In 1961 Fannie Lou Hamer went into the hospital to get a tumor removed, she left unaware, that she had been given “a Mississippi appendectomy” without her consent (Medical Apartheid pg. 109.) The loss of autonomy in situations like this were not uncommon during the 20th century when the eugenics movement was on the horizon. During this movement people who were of a specific “racial hygiene” as well as the poor, feeble-minded, and uneducated (Medical Apartheid pg. 191) were sterilized without their consent in hopes to lower the amount of children born with bad genetic profiles. As a result black women were disproportionately forced to undergo either temporary or permanent sterilization. By 1941, 70,000 to 100,000 Americans had faced forced sterilization, long before the same would happen to Fannie (Medical Apartheid pg. 203). This loss of autonomy meant not only the loss of generations, but also a loss of identity to those who wanted to be mothers. The lack of any consent at all meant many women lost the right to choice over what happened to their body. This act dehumanized them by making it so they were not offered the same protections as other’s of different classes and races, making it seem as if they did not deserve the protection informed consent offered other people.
Yet, this was not an isolated moment in the medical community. Between 1944 and 1945 the AEC supported more than 2,000 experiments involving the use of human subjects to test the effects and nature of radiation (Medical Apartheid pg 218). Many of these experiments involved a lack of informed consent and therefore a loss of autonomy. Take the case of Ebb Cade who had large doses of plutonium-239 into his body after surviving a deadly car accident. Unexpectedly, Cade survived but because of this he had some of his teeth pulled, chips of his bones taken, and had to stay longer. Cade never consented to any of this and therefore had no choice in the matter (Medical Apartheid pgs. 216-217). This loss of autonomy once more dehumanized people by leaving them with no control over what happens to their body.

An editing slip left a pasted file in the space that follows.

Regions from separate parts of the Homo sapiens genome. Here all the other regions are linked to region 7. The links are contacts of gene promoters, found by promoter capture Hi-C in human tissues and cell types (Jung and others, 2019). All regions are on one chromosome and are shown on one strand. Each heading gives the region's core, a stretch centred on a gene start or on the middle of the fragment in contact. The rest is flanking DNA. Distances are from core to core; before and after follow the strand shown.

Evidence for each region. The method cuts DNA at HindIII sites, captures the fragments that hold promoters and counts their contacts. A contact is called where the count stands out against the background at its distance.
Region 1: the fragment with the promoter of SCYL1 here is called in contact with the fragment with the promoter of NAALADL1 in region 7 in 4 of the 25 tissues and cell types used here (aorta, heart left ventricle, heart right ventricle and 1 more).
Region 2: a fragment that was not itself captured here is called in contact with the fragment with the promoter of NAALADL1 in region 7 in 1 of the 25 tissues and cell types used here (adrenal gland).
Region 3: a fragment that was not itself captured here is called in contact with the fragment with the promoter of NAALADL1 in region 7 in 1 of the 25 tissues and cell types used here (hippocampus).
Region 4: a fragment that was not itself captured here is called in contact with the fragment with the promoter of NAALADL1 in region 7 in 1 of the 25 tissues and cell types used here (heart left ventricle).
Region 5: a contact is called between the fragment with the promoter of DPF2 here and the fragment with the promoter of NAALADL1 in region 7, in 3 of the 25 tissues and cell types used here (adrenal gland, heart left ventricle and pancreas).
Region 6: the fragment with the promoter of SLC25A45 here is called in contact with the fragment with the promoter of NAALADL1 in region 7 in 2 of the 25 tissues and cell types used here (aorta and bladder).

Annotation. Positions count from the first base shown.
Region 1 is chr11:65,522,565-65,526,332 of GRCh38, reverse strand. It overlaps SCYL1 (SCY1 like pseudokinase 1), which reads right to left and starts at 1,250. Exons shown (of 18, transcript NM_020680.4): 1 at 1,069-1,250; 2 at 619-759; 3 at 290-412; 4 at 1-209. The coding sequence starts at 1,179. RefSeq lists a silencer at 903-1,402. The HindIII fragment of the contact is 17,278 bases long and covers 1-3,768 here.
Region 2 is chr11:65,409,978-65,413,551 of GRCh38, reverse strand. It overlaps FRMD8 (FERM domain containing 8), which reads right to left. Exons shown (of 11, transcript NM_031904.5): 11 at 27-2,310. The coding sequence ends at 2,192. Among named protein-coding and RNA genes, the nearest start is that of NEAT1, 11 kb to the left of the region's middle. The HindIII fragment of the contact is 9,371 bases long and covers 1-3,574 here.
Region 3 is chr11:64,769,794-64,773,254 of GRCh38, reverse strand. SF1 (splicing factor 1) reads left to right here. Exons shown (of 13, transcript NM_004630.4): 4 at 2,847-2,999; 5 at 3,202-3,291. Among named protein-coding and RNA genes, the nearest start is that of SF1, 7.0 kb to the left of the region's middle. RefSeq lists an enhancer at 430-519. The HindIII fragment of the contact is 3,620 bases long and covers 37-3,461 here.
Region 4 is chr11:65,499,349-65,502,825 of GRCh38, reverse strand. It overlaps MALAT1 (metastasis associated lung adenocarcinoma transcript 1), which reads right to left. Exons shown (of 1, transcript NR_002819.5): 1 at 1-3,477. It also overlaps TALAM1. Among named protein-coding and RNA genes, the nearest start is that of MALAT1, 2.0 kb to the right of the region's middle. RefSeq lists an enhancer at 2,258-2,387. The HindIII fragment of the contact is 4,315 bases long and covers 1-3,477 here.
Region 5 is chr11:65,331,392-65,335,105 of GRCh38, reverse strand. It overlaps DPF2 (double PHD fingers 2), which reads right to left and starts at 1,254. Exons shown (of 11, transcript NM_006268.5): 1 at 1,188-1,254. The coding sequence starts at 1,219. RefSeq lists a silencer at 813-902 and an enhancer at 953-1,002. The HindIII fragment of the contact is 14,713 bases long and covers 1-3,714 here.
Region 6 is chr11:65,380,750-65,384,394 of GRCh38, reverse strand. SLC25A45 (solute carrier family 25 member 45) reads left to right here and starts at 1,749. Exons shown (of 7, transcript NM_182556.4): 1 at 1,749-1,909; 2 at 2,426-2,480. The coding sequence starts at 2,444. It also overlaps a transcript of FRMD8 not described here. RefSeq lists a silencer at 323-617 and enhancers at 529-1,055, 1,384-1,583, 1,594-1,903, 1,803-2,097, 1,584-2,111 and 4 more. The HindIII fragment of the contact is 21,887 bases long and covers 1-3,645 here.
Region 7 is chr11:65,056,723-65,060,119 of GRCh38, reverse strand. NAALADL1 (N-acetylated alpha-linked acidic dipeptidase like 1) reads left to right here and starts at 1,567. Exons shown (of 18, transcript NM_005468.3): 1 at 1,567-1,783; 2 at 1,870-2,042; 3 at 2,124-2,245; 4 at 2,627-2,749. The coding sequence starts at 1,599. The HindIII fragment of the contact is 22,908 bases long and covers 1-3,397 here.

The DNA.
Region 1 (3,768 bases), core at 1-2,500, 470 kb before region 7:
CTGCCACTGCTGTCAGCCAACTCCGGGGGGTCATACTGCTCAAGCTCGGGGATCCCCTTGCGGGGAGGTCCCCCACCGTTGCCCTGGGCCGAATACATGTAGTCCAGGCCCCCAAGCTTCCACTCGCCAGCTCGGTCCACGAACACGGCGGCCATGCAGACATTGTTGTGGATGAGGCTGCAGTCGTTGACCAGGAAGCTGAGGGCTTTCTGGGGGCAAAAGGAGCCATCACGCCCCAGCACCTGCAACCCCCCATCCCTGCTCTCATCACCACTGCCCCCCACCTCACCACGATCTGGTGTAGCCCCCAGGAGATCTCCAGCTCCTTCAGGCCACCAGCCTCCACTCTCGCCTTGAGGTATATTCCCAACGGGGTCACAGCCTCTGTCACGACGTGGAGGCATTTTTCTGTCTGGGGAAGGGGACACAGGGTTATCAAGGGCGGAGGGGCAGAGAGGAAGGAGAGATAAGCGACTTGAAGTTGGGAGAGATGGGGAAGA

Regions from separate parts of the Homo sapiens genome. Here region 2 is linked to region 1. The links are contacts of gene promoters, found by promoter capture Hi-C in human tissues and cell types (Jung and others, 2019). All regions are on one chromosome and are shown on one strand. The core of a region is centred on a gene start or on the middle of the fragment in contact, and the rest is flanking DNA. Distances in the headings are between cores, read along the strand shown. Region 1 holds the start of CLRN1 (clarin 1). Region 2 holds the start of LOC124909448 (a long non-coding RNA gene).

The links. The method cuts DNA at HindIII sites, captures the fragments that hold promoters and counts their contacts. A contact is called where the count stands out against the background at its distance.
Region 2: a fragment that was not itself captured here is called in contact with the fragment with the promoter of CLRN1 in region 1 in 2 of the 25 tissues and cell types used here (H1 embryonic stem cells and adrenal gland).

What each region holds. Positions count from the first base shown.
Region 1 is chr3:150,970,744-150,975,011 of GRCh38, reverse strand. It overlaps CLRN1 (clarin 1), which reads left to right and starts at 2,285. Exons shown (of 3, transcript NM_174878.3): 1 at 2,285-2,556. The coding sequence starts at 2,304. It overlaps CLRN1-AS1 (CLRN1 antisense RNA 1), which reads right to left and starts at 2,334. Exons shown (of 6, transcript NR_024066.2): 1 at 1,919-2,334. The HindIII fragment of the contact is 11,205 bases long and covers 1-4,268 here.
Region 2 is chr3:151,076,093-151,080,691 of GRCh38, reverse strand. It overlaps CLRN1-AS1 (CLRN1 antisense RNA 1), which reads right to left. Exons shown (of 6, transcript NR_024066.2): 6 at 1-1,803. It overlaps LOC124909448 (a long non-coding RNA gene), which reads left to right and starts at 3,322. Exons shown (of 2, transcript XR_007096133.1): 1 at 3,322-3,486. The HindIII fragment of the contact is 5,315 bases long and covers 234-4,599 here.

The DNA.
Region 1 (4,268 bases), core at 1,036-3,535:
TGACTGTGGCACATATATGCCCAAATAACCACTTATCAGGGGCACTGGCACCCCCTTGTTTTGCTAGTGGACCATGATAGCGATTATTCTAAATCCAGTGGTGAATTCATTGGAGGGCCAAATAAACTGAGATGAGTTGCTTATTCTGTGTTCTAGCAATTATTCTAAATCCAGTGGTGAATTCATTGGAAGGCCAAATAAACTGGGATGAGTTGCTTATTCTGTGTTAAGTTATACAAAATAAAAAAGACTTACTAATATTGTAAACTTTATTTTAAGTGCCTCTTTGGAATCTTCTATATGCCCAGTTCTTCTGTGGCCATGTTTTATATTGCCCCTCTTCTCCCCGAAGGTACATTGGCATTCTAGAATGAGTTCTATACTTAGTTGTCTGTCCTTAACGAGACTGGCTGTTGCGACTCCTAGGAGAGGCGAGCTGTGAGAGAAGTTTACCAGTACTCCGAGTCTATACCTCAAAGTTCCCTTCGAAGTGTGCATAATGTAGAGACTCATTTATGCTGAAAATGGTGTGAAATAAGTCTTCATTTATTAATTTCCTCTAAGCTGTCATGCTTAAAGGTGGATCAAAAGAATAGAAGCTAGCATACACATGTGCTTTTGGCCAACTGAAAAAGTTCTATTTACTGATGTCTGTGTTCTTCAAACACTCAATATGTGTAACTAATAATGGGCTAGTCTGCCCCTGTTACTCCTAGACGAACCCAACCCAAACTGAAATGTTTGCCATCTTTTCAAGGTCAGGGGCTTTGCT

The idea of having a lack of autonomy arises in Octavia E. Butler’s book Clay’s Ark. In this story a doctor by the name of Blake, along with his two daughters Rane and Kiera are kidnapped and exposed to a disease without their consent. Without being told what exactly could happen to them, they are separated and infected. This, especially in the case of Blake and Rane is explicitly the opposite of what they wanted. Blake protests what is going to happen to him, and is continually looking for a way to cure the disease. This is seen in Blake’s thinking, “He had to find something he could use against them.” (pg. 495), or in how Blake uses his doctor’s bag to examine Meda, hoping to find out more about the disease. However Meda “permitted him to examine her” (pg. 495), despite the fact that Blake did not permit to being infected. This shows that Meda understands the idea of consent, but ignores it when Blake refuses to give it. Butler is giving commentary on how consent can be taken from people when others believe they have something to gain from exploiting that lack of consent. In Meda’s case they gain more people in their community and quiet the compulsion to spread their disease. In the cases in Medical Apartheid the exploitation of people was due to racist beliefs and the idea of furthering medical advancements. Yet, the results remain the same, by taking away one’s bodily autonomy one is dehumanized and stripped of being able to make the right choice for themselves. The act of dehumanizing someone also allows for the precedent to come into place where people are easily cast aside, as dehumanizing becomes an age old practice. As Eli and Meda kidnap more people and their community grows, it encourages the practice. The same thing happens when doctors are found to be justified when doing sterilizations or experiments without a person’s consent.